HB 4271 allows auxiliary officers for counties to live outside the county in which they are acting as auxiliaries.  The legislation moved out of Committee, but the sponsor has agreed to hold the bill on 2nd reading.

    SB 3177 is a bill that fixes an issue with Tier I officers who work for a community with less than 5,000 population who are in an IMRF covered position.  The legislation makes it clear that they remain Tier I when the municipality creates a downstate police pension fund.  The legislation is assigned to committee and will be heard in the first week of April.

    SB 3415 removes the sunset date for the long existing requirement to collect racial data on individuals who are stopped, and the recently created requirement to collect racial data on pedestrian stops.  We are involved in ongoing discussions on the bill, which is currently in committee. 

    Mar 05, 2018

       March Legislative Update

          By IL FOP Labor Council, Staff - Monday, March 5, 2018

    From: Leinenweber, Baroni and Daffada

    The Illinois General Assembly met last week, with both chambers in session.  The primary focus is moving bills out of committee in anticipation of the committee deadline coming up in approximately one month.  The House is in this upcoming week, and the Senate is in the next week, and both chambers are out for the next three weeks.  The unusual three-week break is due to the mid-March primary and the timing of the traditional two week break on either side of the Easter holiday.

    The main policy debate of last week was legislation dealing with various aspects of gun control.  This issue soared into the political spotlight after the recent school shooting in Florida and the loss of a law enforcement officer in Chicago.  All the legislation dealing with this issue passed the House last week, all with at least some bi-partisan support. The other issue that does not seem to be diminishing in headline value is the issue of sexual harassment claims against various Madigan staffers.  Madigan, who is ultimately responsible for hundreds of employees both as the Speaker of the House and as Chairman of the Democratic Party of Illinois, has had two top level campaign staff persons accused of harassment.  This immediately sent the Speaker’s operation into a defensive tail spin, and Madigan has not yet fully gained control of the situation.  Madigan has tried to deal with the situation by increasing communication with both members of his caucus and with the press, a move that is somewhat unusual for the political veteran.  Despite his best efforts, Madigan is coming across as, at best, out of touch.  This is especially problematic for Speaker loyalists, some of whom are facing primary elections.  The timing probably could not be worse, as early voting for the March 20 primary has already started.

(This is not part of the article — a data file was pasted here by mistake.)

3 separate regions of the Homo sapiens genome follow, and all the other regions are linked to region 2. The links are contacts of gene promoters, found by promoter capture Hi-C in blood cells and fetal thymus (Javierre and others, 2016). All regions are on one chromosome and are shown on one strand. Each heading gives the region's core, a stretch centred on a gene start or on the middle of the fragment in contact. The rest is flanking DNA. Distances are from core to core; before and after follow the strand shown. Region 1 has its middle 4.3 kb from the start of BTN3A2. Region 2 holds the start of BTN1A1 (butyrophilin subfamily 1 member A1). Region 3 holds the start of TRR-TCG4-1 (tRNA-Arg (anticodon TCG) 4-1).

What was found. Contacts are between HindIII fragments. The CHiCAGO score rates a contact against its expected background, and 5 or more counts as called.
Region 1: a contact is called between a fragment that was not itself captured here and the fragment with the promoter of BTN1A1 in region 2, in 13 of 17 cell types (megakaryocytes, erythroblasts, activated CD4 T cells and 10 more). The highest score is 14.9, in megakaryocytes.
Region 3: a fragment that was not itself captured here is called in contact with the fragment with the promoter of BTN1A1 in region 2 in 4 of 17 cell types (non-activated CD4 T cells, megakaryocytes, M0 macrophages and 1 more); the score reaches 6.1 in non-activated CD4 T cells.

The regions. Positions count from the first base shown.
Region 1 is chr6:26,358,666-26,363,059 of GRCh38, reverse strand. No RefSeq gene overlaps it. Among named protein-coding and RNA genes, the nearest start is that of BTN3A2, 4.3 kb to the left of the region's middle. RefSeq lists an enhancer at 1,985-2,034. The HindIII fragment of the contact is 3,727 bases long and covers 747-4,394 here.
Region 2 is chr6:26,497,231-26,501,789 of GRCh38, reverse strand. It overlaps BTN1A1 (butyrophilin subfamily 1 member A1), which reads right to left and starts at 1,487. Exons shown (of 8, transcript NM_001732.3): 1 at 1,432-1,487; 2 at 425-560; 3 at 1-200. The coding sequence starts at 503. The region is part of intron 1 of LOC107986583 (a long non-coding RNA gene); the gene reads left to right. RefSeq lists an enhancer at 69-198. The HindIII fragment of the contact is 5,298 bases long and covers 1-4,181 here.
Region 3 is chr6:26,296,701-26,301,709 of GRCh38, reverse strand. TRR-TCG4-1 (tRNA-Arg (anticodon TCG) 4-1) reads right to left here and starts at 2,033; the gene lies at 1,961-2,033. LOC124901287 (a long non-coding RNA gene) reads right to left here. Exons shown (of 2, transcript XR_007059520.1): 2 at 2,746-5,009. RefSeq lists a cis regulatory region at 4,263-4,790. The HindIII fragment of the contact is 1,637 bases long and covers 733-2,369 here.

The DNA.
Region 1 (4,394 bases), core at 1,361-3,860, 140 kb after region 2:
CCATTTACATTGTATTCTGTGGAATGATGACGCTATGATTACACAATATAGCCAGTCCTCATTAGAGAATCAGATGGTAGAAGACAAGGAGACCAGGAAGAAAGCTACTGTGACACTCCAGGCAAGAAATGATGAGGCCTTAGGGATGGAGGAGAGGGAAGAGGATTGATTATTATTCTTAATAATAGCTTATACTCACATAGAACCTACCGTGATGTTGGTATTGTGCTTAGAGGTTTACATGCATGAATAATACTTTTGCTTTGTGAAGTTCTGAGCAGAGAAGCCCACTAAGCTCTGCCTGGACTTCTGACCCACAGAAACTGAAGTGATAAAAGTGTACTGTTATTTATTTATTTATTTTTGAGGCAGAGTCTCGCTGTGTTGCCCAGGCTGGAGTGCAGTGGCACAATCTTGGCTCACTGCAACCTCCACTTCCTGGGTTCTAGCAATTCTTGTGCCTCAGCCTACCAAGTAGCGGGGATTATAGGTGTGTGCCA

The primary issues have not changed radically for either party over the past weeks.  Ives is still intent on taking out Rauner and has continued to build steam in her campaign.  She has made it into more and more media and picked up positive press along the way; however, she has too large of a gap to narrow to have much hope of victory.  The Democratic gubernatorial primary has tightened up, but in every poll and in every scenario, Pritzker has remained on top since the beginning.  This is due to the huge financial advantage Pritzker has over Kennedy and Biss, and the organization and professional staff that type of financial advantage can buy.  The overcrowded 8-way Democratic race to replace Lisa Madigan, the long-standing Attorney General, seems to have tightened to the two leading challengers, Kwame Raoul and Pat Quinn.

    Legislation of Interest:

    • HB 4701 clarifies that an individual who is in IMRF as a law enforcement officer, who gets transferred to a downstate police pension fund is still a Tier 1 member. The legislation has not yet made it out of committee.
    • HB 5114 which combines the language of HB 4701 with a change in the State Universities Retirement System to reinstate the law enforcement benefit for Tier 2 university police. The legislation has not yet made it out of committee. 
    • HB 5350 makes changes to reinstate the alternative formula for tier 2 conservation police. The legislation has not yet made it out of committee.

    Page Last Updated: Jun 14, 2019 (07:15:00)